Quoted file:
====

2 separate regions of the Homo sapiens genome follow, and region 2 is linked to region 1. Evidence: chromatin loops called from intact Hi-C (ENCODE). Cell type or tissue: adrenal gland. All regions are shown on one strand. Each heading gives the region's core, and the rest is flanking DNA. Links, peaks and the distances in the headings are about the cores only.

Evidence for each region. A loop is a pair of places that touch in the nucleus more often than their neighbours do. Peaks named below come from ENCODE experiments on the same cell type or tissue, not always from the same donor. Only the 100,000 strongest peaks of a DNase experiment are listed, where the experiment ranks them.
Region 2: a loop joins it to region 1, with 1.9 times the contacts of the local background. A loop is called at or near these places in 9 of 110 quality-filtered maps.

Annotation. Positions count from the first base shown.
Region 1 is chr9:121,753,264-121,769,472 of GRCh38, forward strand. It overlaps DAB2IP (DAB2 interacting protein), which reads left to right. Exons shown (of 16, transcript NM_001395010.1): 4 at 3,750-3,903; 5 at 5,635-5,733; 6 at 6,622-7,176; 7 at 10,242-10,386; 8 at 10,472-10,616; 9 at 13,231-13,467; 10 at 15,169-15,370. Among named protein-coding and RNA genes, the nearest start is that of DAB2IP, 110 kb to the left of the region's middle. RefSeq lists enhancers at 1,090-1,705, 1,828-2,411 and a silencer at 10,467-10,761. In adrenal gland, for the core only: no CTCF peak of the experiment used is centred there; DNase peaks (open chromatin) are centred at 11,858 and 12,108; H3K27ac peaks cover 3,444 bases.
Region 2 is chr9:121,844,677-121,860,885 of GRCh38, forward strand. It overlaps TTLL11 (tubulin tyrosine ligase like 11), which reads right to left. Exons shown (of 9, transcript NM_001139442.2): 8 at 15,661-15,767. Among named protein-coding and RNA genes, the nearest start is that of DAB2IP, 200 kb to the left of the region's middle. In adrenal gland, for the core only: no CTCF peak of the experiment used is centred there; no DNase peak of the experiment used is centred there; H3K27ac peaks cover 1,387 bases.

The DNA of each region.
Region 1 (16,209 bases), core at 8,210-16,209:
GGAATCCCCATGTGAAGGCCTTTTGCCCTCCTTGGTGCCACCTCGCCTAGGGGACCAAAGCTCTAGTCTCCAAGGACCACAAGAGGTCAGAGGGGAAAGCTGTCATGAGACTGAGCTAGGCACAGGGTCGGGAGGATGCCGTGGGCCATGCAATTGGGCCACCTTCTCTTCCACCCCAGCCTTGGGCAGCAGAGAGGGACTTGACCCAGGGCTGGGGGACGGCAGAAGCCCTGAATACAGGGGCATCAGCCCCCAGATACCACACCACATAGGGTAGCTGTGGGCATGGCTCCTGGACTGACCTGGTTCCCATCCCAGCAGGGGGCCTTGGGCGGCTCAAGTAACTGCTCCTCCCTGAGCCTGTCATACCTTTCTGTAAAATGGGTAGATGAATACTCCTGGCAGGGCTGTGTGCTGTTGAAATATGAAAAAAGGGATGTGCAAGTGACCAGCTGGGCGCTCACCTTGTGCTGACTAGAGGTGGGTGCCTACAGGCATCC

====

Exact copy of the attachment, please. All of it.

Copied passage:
2 separate regions of the Homo sapiens genome follow, and region 2 is linked to region 1. Evidence: chromatin loops called from intact Hi-C (ENCODE). Cell type or tissue: adrenal gland. All regions are shown on one strand. Each heading gives the region's core, and the rest is flanking DNA. Links, peaks and the distances in the headings are about the cores only.

Evidence for each region. A loop is a pair of places that touch in the nucleus more often than their neighbours do. Peaks named below come from ENCODE experiments on the same cell type or tissue, not always from the same donor. Only the 100,000 strongest peaks of a DNase experiment are listed, where the experiment ranks them.
Region 2: a loop joins it to region 1, with 1.9 times the contacts of the local background. A loop is called at or near these places in 9 of 110 quality-filtered maps.

Annotation. Positions count from the first base shown.
Region 1 is chr9:121,753,264-121,769,472 of GRCh38, forward strand. It overlaps DAB2IP (DAB2 interacting protein), which reads left to right. Exons shown (of 16, transcript NM_001395010.1): 4 at 3,750-3,903; 5 at 5,635-5,733; 6 at 6,622-7,176; 7 at 10,242-10,386; 8 at 10,472-10,616; 9 at 13,231-13,467; 10 at 15,169-15,370. Among named protein-coding and RNA genes, the nearest start is that of DAB2IP, 110 kb to the left of the region's middle. RefSeq lists enhancers at 1,090-1,705, 1,828-2,411 and a silencer at 10,467-10,761. In adrenal gland, for the core only: no CTCF peak of the experiment used is centred there; DNase peaks (open chromatin) are centred at 11,858 and 12,108; H3K27ac peaks cover 3,444 bases.
Region 2 is chr9:121,844,677-121,860,885 of GRCh38, forward strand. It overlaps TTLL11 (tubulin tyrosine ligase like 11), which reads right to left. Exons shown (of 9, transcript NM_001139442.2): 8 at 15,661-15,767. Among named protein-coding and RNA genes, the nearest start is that of DAB2IP, 200 kb to the left of the region's middle. In adrenal gland, for the core only: no CTCF peak of the experiment used is centred there; no DNase peak of the experiment used is centred there; H3K27ac peaks cover 1,387 bases.

The DNA of each region.
Region 1 (16,209 bases), core at 8,210-16,209:
GGAATCCCCATGTGAAGGCCTTTTGCCCTCCTTGGTGCCACCTCGCCTAGGGGACCAAAGCTCTAGTCTCCAAGGACCACAAGAGGTCAGAGGGGAAAGCTGTCATGAGACTGAGCTAGGCACAGGGTCGGGAGGATGCCGTGGGCCATGCAATTGGGCCACCTTCTCTTCCACCCCAGCCTTGGGCAGCAGAGAGGGACTTGACCCAGGGCTGGGGGACGGCAGAAGCCCTGAATACAGGGGCATCAGCCCCCAGATACCACACCACATAGGGTAGCTGTGGGCATGGCTCCTGGACTGACCTGGTTCCCATCCCAGCAGGGGGCCTTGGGCGGCTCAAGTAACTGCTCCTCCCTGAGCCTGTCATACCTTTCTGTAAAATGGGTAGATGAATACTCCTGGCAGGGCTGTGTGCTGTTGAAATATGAAAAAAGGGATGTGCAAGTGACCAGCTGGGCGCTCACCTTGTGCTGACTAGAGGTGGGTGCCTACAGGCATCC